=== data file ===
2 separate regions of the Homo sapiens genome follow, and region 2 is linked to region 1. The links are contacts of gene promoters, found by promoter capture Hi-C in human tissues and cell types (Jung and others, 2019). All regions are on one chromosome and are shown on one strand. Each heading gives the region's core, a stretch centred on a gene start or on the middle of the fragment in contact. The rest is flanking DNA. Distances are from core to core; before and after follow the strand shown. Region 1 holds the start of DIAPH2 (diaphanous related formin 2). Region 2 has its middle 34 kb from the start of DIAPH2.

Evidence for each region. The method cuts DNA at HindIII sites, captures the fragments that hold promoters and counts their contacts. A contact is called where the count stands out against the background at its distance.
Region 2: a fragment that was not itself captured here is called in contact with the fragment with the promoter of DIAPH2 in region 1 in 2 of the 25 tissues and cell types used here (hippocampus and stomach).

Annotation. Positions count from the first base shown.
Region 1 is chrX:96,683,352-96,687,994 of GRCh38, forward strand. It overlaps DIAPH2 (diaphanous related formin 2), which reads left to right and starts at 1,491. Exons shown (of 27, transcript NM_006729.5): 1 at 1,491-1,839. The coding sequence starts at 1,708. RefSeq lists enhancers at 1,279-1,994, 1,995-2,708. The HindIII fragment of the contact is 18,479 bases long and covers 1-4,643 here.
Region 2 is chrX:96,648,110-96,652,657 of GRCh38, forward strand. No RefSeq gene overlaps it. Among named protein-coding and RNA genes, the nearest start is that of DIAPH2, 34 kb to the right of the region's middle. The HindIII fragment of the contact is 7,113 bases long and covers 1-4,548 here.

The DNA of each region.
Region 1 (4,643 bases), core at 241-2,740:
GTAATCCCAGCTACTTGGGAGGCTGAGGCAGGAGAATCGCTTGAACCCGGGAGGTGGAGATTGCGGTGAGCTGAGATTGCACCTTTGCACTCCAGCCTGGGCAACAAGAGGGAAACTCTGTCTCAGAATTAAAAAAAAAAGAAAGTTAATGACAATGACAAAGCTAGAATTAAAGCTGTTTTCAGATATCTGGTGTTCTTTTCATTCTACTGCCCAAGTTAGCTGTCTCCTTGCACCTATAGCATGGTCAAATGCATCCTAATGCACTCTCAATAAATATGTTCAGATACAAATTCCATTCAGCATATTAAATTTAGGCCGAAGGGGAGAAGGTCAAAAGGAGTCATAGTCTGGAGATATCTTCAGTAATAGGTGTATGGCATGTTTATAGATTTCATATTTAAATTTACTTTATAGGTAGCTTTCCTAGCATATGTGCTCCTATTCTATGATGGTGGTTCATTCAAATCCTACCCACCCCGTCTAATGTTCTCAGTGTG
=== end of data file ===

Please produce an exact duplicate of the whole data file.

2 separate regions of the Homo sapiens genome follow, and region 2 is linked to region 1. The links are contacts of gene promoters, found by promoter capture Hi-C in human tissues and cell types (Jung and others, 2019). All regions are on one chromosome and are shown on one strand. Each heading gives the region's core, a stretch centred on a gene start or on the middle of the fragment in contact. The rest is flanking DNA. Distances are from core to core; before and after follow the strand shown. Region 1 holds the start of DIAPH2 (diaphanous related formin 2). Region 2 has its middle 34 kb from the start of DIAPH2.

Evidence for each region. The method cuts DNA at HindIII sites, captures the fragments that hold promoters and counts their contacts. A contact is called where the count stands out against the background at its distance.
Region 2: a fragment that was not itself captured here is called in contact with the fragment with the promoter of DIAPH2 in region 1 in 2 of the 25 tissues and cell types used here (hippocampus and stomach).

Annotation. Positions count from the first base shown.
Region 1 is chrX:96,683,352-96,687,994 of GRCh38, forward strand. It overlaps DIAPH2 (diaphanous related formin 2), which reads left to right and starts at 1,491. Exons shown (of 27, transcript NM_006729.5): 1 at 1,491-1,839. The coding sequence starts at 1,708. RefSeq lists enhancers at 1,279-1,994, 1,995-2,708. The HindIII fragment of the contact is 18,479 bases long and covers 1-4,643 here.
Region 2 is chrX:96,648,110-96,652,657 of GRCh38, forward strand. No RefSeq gene overlaps it. Among named protein-coding and RNA genes, the nearest start is that of DIAPH2, 34 kb to the right of the region's middle. The HindIII fragment of the contact is 7,113 bases long and covers 1-4,548 here.

The DNA of each region.
Region 1 (4,643 bases), core at 241-2,740:
GTAATCCCAGCTACTTGGGAGGCTGAGGCAGGAGAATCGCTTGAACCCGGGAGGTGGAGATTGCGGTGAGCTGAGATTGCACCTTTGCACTCCAGCCTGGGCAACAAGAGGGAAACTCTGTCTCAGAATTAAAAAAAAAAGAAAGTTAATGACAATGACAAAGCTAGAATTAAAGCTGTTTTCAGATATCTGGTGTTCTTTTCATTCTACTGCCCAAGTTAGCTGTCTCCTTGCACCTATAGCATGGTCAAATGCATCCTAATGCACTCTCAATAAATATGTTCAGATACAAATTCCATTCAGCATATTAAATTTAGGCCGAAGGGGAGAAGGTCAAAAGGAGTCATAGTCTGGAGATATCTTCAGTAATAGGTGTATGGCATGTTTATAGATTTCATATTTAAATTTACTTTATAGGTAGCTTTCCTAGCATATGTGCTCCTATTCTATGATGGTGGTTCATTCAAATCCTACCCACCCCGTCTAATGTTCTCAGTGTG